How “The Hunger Games” Changed YA Fiction
When people think about dystopian fiction, one of the first series to pop into mind is “The Hunger Games” by Suzanne Collins. Collins wasn’t the first person to write a dystopian novel, and the idea of a dystopia wasn’t something new; however, she brought something different to the story. Most previous dystopian novels focused on a character who wanted to change the world they lived in. But Collins focused on something else. She chose to zoom in and focus on a character who was normal, was relatable and didn’t want glory. Instead, she was just trying to get by.
Soon after it was first published in 2008, “The Hunger Games” became a phenomenon, building up a massive fanbase that consisted mostly of teenagers. And, two years later when the series ended with “Mockingjay,” fans were left craving more. As a result, a lot of new dystopian stories were published, and they all followed a similar plot: girl lives in a dystopian future, girl has a life-changing event happen to her, and girl saves the world, albeit unwillingly. And, somewhere in the books’ plots, there would be a love triangle between the main character and two boys.
One could argue that this trope of a young heroine and two boys started with the “Twilight” series written by Stephanie Meyer and that “The Hunger Games” was just adding to that. But, by placing the story in a dystopian setting, Collins elevated the tale to a lot more than just a frivolous love story. In between the love and angst, Collins wove in thrilling plots and important lessons. These additions raised the series to a higher level and made it even more attractive. By setting the series in a semi-fictional world, Collins made the series more attractive to younger audience members because through the books they could escape the real world for a while.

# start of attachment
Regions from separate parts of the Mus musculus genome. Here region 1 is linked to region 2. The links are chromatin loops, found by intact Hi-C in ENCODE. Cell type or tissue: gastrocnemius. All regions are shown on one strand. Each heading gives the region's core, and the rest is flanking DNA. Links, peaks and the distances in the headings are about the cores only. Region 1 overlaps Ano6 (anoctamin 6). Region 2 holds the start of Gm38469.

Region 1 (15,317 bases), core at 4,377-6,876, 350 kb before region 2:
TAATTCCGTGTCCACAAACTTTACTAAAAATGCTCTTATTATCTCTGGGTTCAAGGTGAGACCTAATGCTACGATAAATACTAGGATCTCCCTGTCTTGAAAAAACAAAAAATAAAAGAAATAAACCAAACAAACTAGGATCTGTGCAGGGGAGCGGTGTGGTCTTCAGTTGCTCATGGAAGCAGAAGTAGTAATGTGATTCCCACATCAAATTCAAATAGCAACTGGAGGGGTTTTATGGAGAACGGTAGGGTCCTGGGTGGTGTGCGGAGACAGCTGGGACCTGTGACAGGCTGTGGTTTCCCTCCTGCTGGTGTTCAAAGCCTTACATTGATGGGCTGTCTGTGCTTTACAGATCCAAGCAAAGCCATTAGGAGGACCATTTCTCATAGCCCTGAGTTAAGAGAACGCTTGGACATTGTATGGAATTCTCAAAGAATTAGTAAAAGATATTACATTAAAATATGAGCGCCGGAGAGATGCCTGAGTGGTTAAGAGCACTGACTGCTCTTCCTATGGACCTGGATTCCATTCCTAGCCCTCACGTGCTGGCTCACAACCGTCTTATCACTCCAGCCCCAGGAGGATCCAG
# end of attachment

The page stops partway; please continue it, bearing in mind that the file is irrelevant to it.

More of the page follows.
What made the series even more special than the thrill was that the heroine was a teenager and someone that could be easily identified with. Previously dystopian novels frequently followed adults, a pattern that made the books less accessible to younger audiences. But with a younger main character, came a younger audience.
“The Hunger Games” is an impactful series because not only did it revitalize an older genre but it also opened up reading to a younger generation. After “The Hunger Games” ended in 2010, fans were left wanting similar stories. Many authors and publishing companies jumped on the bandwagon and began writing and publishing more and more young adult books. “The Hunger Games” helped develop YA into what it is now: a booming genre filled with novels and series. Without the success of the “The Hunger Games,” YA books would most certainly look very different today and follow different themes.